From Club Med to Club Dread: Broncos face changes
AP Sports Writer
ENGLEWOOD, Colorado – Club Med under Mike Shanahan has given way to Club Dread under Josh McDaniels.
The 33-year-old rookie coach of the Denver Broncos is going old school, bringing not only Bill Belichick’s offensive philosophies with him from New England but also his mentor’s approach to training camp.
And that means putting his players through full-pads practices most of the time.
“Hopefully very physical,” McDaniels said of the type of camp he wants to see when things get going Friday morning. “We want to establish that as our style of play. We’re gong to do everything we can at a great tempo because that’s the way games are played.
“So, we want to simulate what happens on game day as much as we can at every practice and get our players into that mindset day in and day out.”
In recent years, Shanahan favored less and less hitting at camp, both for safety reasons and because he figured with the load of offseason workouts, he pretty much knew who was roster-worthy from Day One. Some of his practices last summer were basically walk-throughs in shorts at half-speed.
McDaniels, who replaced Shanahan in January after the Broncos missed the playoffs for the third straight season, needs to see what he has, especially the defensive front seven. He’s also trying to instill a wicked attitude in a defense that ranked at or near the bottom in every statistical category last year.
“If that’s what you want your identity to be … then you’ve got to go out and do it,” McDaniels said. “It’s not just going to show up in September if you haven’t done it. We’re going to practice the way we feel we need to practice in order to establish the style of play that we want to win with this year. That’s going to be a physical style on both sides of the ball. It’s hard to practice that way when you’re not in pads.”
He’ll pepper his schedule with a few non-padded practices here and there.
“We’ll gauge the health of our football team and what we need. But right off the bat, we’re going to try to get after it,” McDaniels said. “We haven’t been able to evaluate the offensive line or defensive line in terms of how physical they play all spring. We’re looking forward to some of those evaluations starting to become clear.”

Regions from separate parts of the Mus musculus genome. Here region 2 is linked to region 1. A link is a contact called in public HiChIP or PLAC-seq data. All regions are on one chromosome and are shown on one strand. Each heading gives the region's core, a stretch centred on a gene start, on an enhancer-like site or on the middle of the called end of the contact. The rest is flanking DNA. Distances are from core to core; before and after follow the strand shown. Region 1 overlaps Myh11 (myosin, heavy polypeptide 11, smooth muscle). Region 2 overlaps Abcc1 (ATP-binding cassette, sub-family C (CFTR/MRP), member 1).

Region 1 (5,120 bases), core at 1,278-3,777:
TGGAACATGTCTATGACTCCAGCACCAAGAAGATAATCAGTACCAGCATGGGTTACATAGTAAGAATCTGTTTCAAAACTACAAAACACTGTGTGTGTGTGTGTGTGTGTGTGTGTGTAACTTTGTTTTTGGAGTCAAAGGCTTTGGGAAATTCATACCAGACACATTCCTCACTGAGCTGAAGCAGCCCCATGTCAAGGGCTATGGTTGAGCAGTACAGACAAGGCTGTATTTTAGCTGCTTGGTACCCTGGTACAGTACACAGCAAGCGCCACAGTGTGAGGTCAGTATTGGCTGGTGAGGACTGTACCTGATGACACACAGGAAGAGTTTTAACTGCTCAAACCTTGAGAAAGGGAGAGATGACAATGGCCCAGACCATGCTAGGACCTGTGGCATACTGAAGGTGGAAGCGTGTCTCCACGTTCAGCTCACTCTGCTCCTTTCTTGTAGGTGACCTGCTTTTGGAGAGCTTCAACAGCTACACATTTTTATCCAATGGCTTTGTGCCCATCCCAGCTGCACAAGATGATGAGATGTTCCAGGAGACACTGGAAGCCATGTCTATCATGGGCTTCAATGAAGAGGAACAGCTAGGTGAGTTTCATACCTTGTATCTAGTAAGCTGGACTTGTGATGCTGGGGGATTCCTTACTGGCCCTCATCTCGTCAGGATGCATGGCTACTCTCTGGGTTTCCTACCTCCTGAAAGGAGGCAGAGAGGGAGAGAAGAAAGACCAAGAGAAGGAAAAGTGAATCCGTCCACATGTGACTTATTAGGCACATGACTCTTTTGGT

McDaniels also is departing from his predecessor’s style of designating certain key veterans as once-a-day guys who don’t have to participate in the afternoon or evening workouts on two-a-days.
“Everybody runs things differently, that’s football,” wide receiver Brandon Stokley said. “The coaching staff is going to do whatever is best for us to get us ready to win games. It doesn’t bother me either way. I probably won’t get banged up too much, I’m on the outside. It’s more for those interior guys. I’ll try to avoid that as much as possible.”
It wasn’t known if everyone passed their physicals and their conditioning tests Thursday because McDaniels canceled practice – and with it, his media availability on reporting day. An assistant said McDaniels wouldn’t address those issues until after the first full-squad workout Friday.
The only two players left to report are first-round draft picks Knowshon Moreno and Robert Ayers, who remained unsigned while the Broncos wait for other signings around the league.
“We’re just kind of waiting for the dominos to fall in place,” McDaniels said.
Moreno, a running back from Georgia, was the 12th overall pick in the draft, and Ayers, a pass-rusher from Tennessee, was the 18th selection.
Three veterans practiced sporadically during the rookie camp this week: linebackers D.J. Williams (knee) and Wesley Woodyard (knee) and recalcitrant receiver Brandon Marshall, coming off hip surgery this spring.
Marshall reported to camp Monday as ordered – he was told to report early along with other veterans rehabbing from injuries – but after participating in one workout he sat out Tuesday and Wednesday with what McDaniels described as soreness.
It’s unclear when he’ll return to the field.
Marshall, who has asked for a trade, said Monday that he only reported to avoid $15,888 daily fines for going AWOL.